Breast Microbiome and Cancer

Scientists recently discovered that bacteria living in the breast microbiome may play a role in preventing or progressing breast cancer. The team found that healthy breast tissue bacterial colonies that are often thought to be beneficial to health, while breast cancer patients displayed increased levels of Bacillus, Enterobacteriaceae, and Staphylococcus, which are potentially pathogenic. The study  indicates that diverse set of bacterial species occur naturally within breast tissue, which was previously considered a sterile environment.

In addition, researchers found that certain bacteria linked to high levels of damage to DNA were detected more often among samples from breast cancer patients compared with samples from patients without cancer.

Moreover, researchers also observed decreased abundances of lactic acid bacteria in samples from women with breast cancer compared to samples from women without. Previous research has shown lactic acid bacteria (LAB), including Lactobacillus and Bifidobacteria displays anticarcinogenic activity.

This research and its results indicate that the breast microbiome may play a role in mitigating breast cancer risk.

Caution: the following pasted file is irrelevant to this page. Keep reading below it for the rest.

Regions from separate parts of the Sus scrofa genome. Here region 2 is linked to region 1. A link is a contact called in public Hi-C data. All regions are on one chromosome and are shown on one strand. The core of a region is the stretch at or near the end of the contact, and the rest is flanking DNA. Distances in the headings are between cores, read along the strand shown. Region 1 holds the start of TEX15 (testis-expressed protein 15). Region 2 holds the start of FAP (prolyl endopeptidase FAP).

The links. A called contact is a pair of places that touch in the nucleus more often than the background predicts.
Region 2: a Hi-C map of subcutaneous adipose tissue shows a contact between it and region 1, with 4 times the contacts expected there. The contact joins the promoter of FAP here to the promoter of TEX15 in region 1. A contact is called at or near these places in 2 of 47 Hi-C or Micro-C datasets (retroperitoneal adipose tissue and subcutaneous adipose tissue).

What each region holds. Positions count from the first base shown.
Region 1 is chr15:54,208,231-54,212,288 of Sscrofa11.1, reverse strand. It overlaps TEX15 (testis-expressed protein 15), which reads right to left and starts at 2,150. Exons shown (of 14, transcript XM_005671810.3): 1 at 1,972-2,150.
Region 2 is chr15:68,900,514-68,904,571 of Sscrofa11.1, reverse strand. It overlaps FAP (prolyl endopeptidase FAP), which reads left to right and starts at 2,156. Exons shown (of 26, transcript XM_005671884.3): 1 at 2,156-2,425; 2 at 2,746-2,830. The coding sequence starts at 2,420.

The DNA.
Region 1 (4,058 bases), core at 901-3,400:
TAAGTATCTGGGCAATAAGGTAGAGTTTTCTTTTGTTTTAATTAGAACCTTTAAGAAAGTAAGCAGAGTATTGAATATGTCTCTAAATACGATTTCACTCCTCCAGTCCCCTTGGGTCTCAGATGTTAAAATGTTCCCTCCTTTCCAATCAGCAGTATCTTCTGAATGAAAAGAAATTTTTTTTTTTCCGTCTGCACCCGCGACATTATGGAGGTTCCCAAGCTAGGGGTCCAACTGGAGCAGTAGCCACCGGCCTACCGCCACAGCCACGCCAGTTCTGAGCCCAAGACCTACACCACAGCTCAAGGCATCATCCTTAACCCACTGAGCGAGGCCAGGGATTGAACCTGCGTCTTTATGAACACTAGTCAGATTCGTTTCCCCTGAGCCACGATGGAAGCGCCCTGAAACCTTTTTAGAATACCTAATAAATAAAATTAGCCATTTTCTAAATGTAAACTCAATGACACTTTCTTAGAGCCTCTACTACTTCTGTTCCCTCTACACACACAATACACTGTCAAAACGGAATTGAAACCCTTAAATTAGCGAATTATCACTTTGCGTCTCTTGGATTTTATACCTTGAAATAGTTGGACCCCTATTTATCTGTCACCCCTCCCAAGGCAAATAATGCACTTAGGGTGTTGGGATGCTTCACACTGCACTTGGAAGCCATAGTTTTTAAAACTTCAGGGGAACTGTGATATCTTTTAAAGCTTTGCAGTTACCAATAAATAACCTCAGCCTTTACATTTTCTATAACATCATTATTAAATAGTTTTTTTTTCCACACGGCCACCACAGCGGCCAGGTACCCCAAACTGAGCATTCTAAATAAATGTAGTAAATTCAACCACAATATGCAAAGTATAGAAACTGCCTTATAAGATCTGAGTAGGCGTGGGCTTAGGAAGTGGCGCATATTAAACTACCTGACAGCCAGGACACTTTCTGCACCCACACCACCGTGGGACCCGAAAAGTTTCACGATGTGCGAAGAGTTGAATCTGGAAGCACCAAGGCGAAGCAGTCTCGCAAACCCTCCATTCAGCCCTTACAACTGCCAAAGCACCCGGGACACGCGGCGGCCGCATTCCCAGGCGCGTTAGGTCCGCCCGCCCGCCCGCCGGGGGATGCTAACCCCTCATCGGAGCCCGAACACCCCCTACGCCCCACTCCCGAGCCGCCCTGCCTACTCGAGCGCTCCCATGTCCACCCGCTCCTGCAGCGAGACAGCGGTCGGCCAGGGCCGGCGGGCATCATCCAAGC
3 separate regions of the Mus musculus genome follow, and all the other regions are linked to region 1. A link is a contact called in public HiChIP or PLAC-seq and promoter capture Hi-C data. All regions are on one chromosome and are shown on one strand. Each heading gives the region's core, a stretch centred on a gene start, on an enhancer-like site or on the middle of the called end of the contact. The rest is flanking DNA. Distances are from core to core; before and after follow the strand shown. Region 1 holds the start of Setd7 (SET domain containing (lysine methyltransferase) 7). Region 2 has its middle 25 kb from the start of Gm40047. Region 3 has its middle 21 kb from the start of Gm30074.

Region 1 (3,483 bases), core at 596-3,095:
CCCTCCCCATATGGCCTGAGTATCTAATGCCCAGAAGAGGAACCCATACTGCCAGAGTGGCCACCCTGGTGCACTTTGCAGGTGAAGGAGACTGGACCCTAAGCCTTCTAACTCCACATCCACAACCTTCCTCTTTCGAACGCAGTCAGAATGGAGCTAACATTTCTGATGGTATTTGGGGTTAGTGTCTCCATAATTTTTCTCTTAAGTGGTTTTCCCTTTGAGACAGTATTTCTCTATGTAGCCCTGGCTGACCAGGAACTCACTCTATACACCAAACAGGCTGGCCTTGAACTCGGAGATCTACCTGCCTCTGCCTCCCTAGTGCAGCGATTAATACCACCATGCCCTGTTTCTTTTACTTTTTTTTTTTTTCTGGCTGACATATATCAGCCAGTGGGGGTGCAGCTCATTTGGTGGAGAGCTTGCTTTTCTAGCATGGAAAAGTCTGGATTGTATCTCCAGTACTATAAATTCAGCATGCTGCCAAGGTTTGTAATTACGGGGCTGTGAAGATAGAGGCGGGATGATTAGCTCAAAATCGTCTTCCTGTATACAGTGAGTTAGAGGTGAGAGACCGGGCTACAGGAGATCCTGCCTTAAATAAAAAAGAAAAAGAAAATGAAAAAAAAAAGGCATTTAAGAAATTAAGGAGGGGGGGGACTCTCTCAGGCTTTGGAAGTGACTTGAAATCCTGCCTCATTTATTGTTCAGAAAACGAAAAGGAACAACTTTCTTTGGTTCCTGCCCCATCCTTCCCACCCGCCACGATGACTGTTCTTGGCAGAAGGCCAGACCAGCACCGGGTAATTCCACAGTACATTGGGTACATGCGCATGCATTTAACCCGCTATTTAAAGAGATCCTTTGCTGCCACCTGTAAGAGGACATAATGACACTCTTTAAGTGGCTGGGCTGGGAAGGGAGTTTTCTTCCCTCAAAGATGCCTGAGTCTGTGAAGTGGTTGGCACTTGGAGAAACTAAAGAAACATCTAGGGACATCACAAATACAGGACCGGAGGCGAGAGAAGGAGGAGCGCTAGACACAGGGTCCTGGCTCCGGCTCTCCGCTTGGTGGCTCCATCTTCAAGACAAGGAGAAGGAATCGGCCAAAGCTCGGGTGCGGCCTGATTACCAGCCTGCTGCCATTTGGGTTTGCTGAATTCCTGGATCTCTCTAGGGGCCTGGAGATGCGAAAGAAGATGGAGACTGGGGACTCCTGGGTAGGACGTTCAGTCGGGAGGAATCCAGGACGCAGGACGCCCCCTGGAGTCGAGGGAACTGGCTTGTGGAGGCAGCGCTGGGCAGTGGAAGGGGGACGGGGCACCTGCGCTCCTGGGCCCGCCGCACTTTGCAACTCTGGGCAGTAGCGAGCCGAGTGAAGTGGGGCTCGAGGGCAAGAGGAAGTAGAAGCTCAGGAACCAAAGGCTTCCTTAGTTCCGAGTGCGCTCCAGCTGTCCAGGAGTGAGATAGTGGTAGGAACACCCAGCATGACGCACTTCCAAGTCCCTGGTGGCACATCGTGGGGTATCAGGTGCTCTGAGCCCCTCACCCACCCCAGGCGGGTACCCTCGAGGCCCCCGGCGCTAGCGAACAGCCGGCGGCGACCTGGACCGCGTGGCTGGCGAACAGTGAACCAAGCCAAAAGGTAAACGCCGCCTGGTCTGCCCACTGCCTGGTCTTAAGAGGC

Breast Microbiome and Cancer Research

Samples were taken from the breast microbiome and surrounding healthy tissue from 45 women with a history of surgery for breast cancer. Additional samples of breast tissue were taken from 13 women with benign tumors of the breast and 23 women with no history of cancer that previously underwent breast augmentation or reduction surgery. State-of-the-art DNA sequencing identified the range of bacterial species found in each tissue sample.

Researchers found increased levels of bacteria known to cause damage to DNA by double-stranded breaks in women with breast cancer. Bacteria often considered beneficial to human health— Streptococcus and Lactococccus —were found in increased levels in samples from women without cancer.

This work creates opportunities for future testing if probiotic use can alter the breast microbiome and future risk of cancer.


Urbaniak, C., Gloor, G.B., Brackstone, M. et al. The microbiota of breast tissue and its association with tissues. Applied and Environmental Microbiology. 2016. doi: 10.1128/AEM.01235-16

Leave a Reply